While this Eco-Literacy cluster is composed of three different disciplines, the key to ultimate success and everyone feeling at “home” in the 360, is for none of the courses to be “siloed” from another; it is important that the courses are porous to one another and to the broader community, we are visiting on the field trips. In order for all of the students to feel confident in their abilities, and comfortable in taking risks in each of the classrooms, the subjects discussed and brought up in each class should not be too separate or foreign to one another. As one fluid, porous unit, the Eco-Literacy 360 can weave together the different disciplines, participants’ thoughts, ideas, and reflections.

 The Eco-Literacy 360 is a course cluster based on developing an understanding of the places we live affect us and how we impact the places we live in. According to Greenwood, Manteaw, and Smith “learning about the environment requires both a global awareness and knowledge of the home range—the neighborhood and the community, and the local eco-systems and bioregions in which people live their everyday lives” (88). The interdisciplinary course cluster is porous, along with the subject matter covered in each of the classes.  

 Even though being in exile can be a negative, challenging, lonely experience, Clare offers hope by sharing “the body as home, but only if it understood that the stolen body can be reclaimed. The bodies irrevocably taken from us: we can memorialize them in guilts; remember and mourn them; use their deaths to strengthen our will. […] we can transform [the lies and false images] creating something entirely new in their place, something that comes close and finally true to the bone, entering out bodies as liberation, joy, fury, hope, a will to refigure the world. The body as home” (Clare 13).  When we do feel as lost control and ownership of our bodies, our homes, our classrooms, we need to keep in mind that they can be reclaimed by creating something new in their place, something that does bring us joy and satisfaction.  Additionally, we can also look back to Paolo Freire who pointed out that “as I became familiar with my world, however, as I perceived an understood it better by reading it, my terrors diminished” (Freire 7). The Eco-Literacy 360, just like any classroom, should be encouraging all students to feel at home; to be heard, to feel respected, and to experience a sense of peace and security. As a porous unit, the Eco-Literacy together offers this sense of being at home and feeling as if one belongs by bringing students and faculty around a pressing issue, while creating an environment in which all those participating support and challenge one another in the process of learning, growth, and inquiry.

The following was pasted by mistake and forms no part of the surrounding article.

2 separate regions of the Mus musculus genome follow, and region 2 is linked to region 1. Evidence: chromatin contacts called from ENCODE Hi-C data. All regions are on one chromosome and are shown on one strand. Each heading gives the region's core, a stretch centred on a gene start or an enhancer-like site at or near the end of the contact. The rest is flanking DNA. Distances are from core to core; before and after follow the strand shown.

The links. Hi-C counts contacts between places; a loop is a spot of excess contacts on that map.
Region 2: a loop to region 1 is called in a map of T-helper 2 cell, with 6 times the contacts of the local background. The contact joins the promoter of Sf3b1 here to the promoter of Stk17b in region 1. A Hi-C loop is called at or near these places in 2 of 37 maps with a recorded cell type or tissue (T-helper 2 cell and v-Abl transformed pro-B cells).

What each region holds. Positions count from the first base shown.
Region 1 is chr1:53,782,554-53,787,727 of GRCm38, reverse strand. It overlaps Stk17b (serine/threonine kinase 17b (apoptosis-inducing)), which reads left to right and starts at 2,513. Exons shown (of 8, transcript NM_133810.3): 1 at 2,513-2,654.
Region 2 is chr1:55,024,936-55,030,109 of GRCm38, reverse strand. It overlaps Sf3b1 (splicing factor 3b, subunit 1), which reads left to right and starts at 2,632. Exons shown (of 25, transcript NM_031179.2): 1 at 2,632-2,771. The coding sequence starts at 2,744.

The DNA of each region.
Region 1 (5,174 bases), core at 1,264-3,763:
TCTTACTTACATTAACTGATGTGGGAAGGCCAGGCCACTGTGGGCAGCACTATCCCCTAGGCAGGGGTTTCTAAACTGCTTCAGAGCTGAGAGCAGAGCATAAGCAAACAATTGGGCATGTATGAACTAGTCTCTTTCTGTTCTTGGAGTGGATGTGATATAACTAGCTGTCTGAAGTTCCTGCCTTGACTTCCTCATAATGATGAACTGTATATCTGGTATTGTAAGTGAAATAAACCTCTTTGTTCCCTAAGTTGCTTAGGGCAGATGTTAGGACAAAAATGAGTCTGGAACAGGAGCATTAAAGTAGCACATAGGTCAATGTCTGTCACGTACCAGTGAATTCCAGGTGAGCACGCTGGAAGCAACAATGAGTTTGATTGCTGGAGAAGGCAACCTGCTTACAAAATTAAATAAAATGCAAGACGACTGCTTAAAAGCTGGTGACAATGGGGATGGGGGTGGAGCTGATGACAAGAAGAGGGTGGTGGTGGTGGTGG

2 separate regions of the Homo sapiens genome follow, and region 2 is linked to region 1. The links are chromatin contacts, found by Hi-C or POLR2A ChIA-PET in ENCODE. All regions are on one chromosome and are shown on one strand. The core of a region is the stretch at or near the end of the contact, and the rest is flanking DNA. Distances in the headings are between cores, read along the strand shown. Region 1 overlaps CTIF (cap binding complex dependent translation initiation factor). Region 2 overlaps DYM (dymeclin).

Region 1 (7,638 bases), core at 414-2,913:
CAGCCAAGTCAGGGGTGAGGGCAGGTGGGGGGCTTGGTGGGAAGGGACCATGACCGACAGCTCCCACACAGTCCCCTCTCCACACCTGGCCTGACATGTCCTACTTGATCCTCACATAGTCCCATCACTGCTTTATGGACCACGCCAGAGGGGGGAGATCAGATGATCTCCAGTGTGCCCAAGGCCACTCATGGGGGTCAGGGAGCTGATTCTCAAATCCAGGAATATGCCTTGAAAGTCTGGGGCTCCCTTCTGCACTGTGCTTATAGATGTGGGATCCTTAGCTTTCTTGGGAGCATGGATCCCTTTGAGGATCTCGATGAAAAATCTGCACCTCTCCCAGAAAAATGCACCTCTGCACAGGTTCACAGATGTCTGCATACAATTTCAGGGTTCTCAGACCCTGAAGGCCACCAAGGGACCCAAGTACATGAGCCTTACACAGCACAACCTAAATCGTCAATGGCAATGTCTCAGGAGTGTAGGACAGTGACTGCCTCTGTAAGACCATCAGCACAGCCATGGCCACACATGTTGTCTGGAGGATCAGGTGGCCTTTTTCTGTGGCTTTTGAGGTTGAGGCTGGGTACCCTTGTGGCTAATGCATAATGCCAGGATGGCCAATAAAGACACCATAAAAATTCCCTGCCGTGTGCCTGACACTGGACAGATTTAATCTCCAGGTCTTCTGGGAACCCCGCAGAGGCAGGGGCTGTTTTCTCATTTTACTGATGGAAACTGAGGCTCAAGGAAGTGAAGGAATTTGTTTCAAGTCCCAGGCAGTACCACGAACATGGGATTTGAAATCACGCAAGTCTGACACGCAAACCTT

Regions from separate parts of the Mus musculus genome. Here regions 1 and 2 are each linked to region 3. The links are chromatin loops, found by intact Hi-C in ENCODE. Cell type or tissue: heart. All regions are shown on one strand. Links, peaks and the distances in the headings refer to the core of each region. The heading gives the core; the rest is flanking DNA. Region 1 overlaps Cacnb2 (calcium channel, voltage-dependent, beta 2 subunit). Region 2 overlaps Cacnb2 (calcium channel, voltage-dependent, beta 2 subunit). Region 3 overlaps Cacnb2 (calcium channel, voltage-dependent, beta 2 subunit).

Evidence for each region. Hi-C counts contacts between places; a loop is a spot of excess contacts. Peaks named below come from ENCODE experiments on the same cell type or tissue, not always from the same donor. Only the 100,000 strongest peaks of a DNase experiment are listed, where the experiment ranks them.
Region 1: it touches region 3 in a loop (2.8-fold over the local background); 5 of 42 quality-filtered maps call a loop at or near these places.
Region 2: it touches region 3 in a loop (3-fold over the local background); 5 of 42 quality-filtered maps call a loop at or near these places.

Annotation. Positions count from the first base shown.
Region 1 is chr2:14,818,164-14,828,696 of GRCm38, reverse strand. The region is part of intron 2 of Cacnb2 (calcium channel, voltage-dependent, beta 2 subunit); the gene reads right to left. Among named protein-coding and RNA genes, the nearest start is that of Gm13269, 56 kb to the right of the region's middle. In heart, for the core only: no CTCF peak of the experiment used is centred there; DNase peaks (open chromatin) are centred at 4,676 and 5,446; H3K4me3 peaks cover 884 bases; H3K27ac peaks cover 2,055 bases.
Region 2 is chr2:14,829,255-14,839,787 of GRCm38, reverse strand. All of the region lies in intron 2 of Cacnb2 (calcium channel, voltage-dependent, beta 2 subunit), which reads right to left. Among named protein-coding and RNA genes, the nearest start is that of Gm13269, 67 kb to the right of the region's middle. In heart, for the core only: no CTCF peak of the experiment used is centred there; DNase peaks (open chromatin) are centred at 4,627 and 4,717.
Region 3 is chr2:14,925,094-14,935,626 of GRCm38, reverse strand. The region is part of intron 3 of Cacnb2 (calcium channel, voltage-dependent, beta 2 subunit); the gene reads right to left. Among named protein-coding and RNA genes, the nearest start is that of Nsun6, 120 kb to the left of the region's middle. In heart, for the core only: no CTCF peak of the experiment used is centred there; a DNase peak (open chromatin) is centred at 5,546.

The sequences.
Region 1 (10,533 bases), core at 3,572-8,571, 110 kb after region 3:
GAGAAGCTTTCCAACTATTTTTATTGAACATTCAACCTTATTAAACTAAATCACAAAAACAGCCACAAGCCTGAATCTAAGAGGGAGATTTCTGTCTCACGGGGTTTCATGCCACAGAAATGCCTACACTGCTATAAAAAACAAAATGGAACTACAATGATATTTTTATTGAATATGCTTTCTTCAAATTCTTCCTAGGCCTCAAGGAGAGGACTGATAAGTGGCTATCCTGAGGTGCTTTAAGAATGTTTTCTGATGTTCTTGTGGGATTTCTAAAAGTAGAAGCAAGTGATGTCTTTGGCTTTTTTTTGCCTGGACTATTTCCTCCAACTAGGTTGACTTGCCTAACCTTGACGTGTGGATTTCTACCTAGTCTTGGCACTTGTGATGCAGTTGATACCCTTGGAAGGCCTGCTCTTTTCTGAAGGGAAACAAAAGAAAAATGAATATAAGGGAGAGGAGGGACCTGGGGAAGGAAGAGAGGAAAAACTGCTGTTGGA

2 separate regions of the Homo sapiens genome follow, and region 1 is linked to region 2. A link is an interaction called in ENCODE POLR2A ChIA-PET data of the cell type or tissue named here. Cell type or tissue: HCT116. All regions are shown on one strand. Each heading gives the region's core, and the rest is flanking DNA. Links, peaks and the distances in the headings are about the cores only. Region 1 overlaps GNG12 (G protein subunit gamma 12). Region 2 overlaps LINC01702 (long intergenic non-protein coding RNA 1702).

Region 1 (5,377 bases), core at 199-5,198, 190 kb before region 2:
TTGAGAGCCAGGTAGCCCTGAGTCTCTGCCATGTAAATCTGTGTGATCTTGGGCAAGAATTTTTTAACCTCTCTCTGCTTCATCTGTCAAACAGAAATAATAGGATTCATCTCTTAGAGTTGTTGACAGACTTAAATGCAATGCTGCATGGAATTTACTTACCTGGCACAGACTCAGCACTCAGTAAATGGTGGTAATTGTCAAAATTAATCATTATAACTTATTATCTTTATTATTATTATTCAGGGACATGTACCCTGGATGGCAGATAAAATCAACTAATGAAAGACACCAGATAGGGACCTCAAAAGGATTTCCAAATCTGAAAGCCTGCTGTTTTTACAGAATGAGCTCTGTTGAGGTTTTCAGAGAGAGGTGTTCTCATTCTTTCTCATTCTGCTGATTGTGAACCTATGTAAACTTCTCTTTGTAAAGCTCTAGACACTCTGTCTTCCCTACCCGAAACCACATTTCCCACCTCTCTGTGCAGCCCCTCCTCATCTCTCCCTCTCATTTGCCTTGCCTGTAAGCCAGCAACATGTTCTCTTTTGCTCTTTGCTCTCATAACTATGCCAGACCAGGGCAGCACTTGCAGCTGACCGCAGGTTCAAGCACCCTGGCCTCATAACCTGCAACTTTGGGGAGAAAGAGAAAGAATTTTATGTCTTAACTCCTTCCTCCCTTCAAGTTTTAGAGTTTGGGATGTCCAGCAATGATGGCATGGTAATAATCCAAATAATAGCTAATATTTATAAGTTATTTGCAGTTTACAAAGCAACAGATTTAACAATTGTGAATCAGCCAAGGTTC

Anne Dalke's picture

Making the Silo Porous…?

Lisa Marie--
I was so tickled, in class this week, when you called our attention to the role of Frank Perdue in All Over Creation, suggesting that he fulfills the important function of “student” in the novel—and in environmental education more generally. It’s Frank’s maddening qualities—his very cluelessness—which constitute his need to be educated, and which thereby make him so central to this novel that interrogates the practices of genetic engineering and pollution.

You also bring this central interest of yours in education—who are its subjects? what are its conditions? how best to make it happen?—to this essay, this time using Eli Clare’s Exile and Pride as a frame to re-think what it means to be in (and to create) classrooms that are not sites of exile, but rather homeplaces: “low-anxiety environments “in which students “feel they belong.” And you use the 360° program as an example of such an environment, in which none of the courses are “siloed” from another, but designed, rather, as a shared “place of belonging.”

So far,  so good. But where I get confused—and would like you to go on thinking some more—is where “homeplace” intersects with your other keyword, that of “porosity,” where “control and ownership of our bodies, our homes, our classrooms” opens up into spaces beyond, such as the off-campus communities where we travel. What enables “knowledge of the home range” to shade into “global awareness”? In what ways might “the body as home” prevent our going too far afield? Familiarity, you say Friere says, “diminishes terror.” But what about the other possibility (more than a possibility: an inevitability in environmental education!): that the more we know, the more frightened we become? What happens then to the “peace and security” you celebrate as central to the well-working classroom?

In my response to your last paper, I was prodding you to spend more time in the “cracks” of your description of home as a place of ease, comfort, and peace. It sounds as though I’m doing the same thing here, wanting you consider further the questions of the ways in which not being siloed, but rather porous, might make the classroom less secure, less safe, less peaceful. I look forward to hearing where you might take such questions, as we look more @ All Over Creation next month….